Image credit: Mavis Smith, (b. 1956), 2004, egg tempera on gesso panel, H. 26 x W. 28 inches, James A. Michener Art Museum. Museum purchase funded by Lorraine Nevens Greenberg.
About the Artwork
Mavis Smith painted this swimmer using egg tempera. Egg tempera is paint made from finely ground artist pigments, a binder of fresh egg yolks, and distilled water. Artists make a paste using powdered pigments and water, and then mix the paste with the yolk to create a creamy consistency.
Egg tempera is said to date back to prehistoric times, and artists through the ages have used egg tempera to depict a variety of subject matter. Byzantine manuscript illuminators of the thirteenth and fourteenth centuries are the first artists to record recipes for egg tempera. They listed egg whites and powdered pigment as the main ingredients. This mixture was brittle, and difficult to use on the paper and parchment of early books. These artists learned that the oil in the egg yolk produced a tougher, more flexible paint, so they started using the yolk instead of the white. Egg tempera took second place to oil paints when they were developed in the fifteenth century. Often, egg tempera was used as an underpainting, or first layer, on top of which artists would build up the surface of their painting with oils.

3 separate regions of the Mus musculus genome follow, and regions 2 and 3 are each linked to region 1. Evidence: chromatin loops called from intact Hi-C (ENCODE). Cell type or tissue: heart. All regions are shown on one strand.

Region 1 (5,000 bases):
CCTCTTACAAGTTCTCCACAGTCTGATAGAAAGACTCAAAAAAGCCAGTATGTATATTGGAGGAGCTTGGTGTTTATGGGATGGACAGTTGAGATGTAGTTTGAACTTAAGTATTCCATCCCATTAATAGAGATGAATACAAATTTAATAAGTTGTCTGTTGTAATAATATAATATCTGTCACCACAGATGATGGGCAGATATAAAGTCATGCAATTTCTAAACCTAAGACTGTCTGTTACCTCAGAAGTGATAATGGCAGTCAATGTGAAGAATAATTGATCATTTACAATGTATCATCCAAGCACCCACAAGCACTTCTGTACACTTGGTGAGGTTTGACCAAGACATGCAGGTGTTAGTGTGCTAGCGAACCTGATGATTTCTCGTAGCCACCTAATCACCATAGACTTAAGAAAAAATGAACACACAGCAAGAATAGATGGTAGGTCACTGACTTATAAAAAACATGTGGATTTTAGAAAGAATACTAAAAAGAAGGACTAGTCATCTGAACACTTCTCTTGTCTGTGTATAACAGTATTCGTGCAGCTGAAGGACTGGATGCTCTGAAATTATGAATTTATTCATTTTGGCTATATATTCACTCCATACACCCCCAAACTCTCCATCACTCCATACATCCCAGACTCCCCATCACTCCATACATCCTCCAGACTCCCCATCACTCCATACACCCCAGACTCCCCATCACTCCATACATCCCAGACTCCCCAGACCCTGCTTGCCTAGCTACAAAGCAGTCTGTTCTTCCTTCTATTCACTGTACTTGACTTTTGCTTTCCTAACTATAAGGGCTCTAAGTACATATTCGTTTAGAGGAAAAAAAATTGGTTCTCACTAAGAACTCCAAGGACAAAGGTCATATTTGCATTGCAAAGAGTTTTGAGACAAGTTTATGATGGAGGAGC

Egg tempera is one of the oldest and most versatile painting mediums. It is unaffected by humidity and temperature changes. It is durable. It is luminous. It does not darken with age as oil paint does. It dries rapidly, so artists can easily layer colors to achieve effects without having to wait for layers of paint to dry. They can also scrape off colors, which makes it easy for artists to correct their mistakes. Egg tempera is a translucent medium. Artists who use egg tempera gradually build layers of colors onto their prepared canvas or wood panel, so that eventually the surface of their artwork is complete. They start with a foundation of colors, and then paint layers become increasingly opaque and intense as the layers are applied. Egg tempera gives artists a capacity for fine detail.